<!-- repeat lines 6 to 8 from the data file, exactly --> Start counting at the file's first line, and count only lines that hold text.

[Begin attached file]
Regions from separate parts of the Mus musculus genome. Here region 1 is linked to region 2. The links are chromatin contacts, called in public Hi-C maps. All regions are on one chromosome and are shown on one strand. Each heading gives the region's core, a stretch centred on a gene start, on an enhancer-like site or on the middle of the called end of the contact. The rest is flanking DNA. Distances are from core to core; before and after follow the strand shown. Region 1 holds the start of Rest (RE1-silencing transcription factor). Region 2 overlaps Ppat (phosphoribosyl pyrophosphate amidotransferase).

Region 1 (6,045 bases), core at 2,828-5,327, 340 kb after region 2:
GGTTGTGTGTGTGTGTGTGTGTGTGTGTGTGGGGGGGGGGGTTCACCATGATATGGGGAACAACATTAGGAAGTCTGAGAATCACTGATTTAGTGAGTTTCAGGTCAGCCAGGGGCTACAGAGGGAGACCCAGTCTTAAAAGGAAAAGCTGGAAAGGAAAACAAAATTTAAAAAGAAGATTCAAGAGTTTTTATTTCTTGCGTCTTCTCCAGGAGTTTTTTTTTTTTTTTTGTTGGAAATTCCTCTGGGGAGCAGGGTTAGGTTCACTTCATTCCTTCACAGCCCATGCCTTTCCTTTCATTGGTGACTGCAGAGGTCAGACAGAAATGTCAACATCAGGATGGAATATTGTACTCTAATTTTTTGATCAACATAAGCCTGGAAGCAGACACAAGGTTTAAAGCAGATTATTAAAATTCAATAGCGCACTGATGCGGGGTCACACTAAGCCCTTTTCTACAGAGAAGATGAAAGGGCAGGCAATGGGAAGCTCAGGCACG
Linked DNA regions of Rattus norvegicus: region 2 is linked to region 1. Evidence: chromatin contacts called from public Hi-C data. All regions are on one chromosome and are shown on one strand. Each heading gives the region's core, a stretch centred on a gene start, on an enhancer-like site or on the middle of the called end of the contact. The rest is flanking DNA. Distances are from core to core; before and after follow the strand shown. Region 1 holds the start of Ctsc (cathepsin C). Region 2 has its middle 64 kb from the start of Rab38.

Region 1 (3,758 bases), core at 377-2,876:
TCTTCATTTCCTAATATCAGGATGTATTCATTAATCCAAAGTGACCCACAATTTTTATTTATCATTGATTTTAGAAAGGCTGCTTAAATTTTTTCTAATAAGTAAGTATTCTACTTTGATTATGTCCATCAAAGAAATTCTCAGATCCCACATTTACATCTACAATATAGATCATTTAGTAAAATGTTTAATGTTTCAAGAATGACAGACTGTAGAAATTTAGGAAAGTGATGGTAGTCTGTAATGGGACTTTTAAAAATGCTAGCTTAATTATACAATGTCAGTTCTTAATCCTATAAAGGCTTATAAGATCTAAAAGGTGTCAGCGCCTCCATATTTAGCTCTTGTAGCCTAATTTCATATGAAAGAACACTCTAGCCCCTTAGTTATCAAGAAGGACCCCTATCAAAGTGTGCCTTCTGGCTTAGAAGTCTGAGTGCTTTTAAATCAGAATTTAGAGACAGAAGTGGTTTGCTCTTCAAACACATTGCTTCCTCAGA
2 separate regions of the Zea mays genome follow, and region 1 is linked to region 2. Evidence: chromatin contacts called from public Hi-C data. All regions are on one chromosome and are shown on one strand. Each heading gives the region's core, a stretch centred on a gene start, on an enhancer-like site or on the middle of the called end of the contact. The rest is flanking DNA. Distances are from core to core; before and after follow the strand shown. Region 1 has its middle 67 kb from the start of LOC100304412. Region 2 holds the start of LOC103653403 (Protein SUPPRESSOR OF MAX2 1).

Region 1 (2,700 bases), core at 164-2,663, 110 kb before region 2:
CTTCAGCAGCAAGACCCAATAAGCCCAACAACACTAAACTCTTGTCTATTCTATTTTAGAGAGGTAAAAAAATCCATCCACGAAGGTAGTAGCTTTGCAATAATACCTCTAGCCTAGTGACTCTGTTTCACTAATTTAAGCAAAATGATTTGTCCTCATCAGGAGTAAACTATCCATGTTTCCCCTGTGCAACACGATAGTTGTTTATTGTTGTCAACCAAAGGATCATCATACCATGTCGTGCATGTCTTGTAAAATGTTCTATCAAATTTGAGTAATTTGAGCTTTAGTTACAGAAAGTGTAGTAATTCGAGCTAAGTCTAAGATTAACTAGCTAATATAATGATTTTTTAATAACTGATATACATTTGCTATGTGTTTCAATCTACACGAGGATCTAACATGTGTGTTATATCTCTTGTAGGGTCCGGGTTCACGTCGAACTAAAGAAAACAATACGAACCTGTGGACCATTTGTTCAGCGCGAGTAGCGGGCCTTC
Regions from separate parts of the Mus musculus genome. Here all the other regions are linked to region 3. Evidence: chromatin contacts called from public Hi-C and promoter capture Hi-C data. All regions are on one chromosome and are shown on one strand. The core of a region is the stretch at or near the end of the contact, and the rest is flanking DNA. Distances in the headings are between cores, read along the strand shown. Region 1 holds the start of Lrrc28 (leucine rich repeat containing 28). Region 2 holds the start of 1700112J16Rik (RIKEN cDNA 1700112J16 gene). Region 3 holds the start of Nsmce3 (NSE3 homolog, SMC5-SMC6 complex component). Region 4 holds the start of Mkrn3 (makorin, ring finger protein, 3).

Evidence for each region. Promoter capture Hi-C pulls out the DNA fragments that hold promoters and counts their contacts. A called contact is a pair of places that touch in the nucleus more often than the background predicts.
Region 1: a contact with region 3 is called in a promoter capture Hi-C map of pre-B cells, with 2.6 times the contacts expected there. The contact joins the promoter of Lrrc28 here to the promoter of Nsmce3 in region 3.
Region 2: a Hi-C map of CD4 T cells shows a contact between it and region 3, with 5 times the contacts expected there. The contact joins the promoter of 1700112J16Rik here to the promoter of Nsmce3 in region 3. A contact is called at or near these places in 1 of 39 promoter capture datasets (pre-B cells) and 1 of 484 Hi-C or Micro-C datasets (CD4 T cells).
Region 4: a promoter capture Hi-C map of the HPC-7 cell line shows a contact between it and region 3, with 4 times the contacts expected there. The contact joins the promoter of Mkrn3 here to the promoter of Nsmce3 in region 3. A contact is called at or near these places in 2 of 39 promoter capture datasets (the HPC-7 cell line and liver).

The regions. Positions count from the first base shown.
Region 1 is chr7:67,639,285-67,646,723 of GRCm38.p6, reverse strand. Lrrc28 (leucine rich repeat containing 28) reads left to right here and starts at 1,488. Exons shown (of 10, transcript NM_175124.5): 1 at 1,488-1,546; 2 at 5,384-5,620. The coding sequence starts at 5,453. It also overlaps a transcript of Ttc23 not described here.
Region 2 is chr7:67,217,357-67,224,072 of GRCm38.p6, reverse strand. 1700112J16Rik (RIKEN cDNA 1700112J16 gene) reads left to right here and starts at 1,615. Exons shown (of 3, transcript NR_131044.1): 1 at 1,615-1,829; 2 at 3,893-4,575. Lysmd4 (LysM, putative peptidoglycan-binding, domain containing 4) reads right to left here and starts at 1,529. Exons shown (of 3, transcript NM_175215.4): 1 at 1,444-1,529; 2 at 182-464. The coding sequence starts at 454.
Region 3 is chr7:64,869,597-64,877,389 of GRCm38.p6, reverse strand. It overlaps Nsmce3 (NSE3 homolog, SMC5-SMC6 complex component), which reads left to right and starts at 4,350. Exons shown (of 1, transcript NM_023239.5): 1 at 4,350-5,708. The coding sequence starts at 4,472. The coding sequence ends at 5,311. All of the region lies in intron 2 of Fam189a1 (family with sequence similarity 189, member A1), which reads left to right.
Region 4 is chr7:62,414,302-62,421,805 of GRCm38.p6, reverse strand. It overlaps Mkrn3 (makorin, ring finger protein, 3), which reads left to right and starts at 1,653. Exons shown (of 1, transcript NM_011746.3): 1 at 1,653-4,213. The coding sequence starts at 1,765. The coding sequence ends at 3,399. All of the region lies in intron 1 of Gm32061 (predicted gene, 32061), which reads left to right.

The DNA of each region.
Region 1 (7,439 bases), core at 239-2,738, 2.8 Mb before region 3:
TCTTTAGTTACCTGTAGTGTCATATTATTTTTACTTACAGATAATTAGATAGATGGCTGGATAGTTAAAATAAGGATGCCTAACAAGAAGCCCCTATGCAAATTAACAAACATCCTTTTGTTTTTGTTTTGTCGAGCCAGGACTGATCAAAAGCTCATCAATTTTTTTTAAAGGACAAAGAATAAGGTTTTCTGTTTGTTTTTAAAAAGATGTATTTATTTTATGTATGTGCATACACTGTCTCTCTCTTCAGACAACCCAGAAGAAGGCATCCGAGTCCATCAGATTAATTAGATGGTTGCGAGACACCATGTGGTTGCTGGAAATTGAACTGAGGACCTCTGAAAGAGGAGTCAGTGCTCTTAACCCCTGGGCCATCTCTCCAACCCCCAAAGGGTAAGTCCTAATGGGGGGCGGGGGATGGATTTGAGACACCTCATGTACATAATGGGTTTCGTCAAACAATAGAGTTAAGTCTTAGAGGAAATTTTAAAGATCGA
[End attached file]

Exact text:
TCTTCATTTCCTAATATCAGGATGTATTCATTAATCCAAAGTGACCCACAATTTTTATTTATCATTGATTTTAGAAAGGCTGCTTAAATTTTTTCTAATAAGTAAGTATTCTACTTTGATTATGTCCATCAAAGAAATTCTCAGATCCCACATTTACATCTACAATATAGATCATTTAGTAAAATGTTTAATGTTTCAAGAATGACAGACTGTAGAAATTTAGGAAAGTGATGGTAGTCTGTAATGGGACTTTTAAAAATGCTAGCTTAATTATACAATGTCAGTTCTTAATCCTATAAAGGCTTATAAGATCTAAAAGGTGTCAGCGCCTCCATATTTAGCTCTTGTAGCCTAATTTCATATGAAAGAACACTCTAGCCCCTTAGTTATCAAGAAGGACCCCTATCAAAGTGTGCCTTCTGGCTTAGAAGTCTGAGTGCTTTTAAATCAGAATTTAGAGACAGAAGTGGTTTGCTCTTCAAACACATTGCTTCCTCAGA
2 separate regions of the Zea mays genome follow, and region 1 is linked to region 2. Evidence: chromatin contacts called from public Hi-C data. All regions are on one chromosome and are shown on one strand. Each heading gives the region's core, a stretch centred on a gene start, on an enhancer-like site or on the middle of the called end of the contact. The rest is flanking DNA. Distances are from core to core; before and after follow the strand shown. Region 1 has its middle 67 kb from the start of LOC100304412. Region 2 holds the start of LOC103653403 (Protein SUPPRESSOR OF MAX2 1).

Region 1 (2,700 bases), core at 164-2,663, 110 kb before region 2: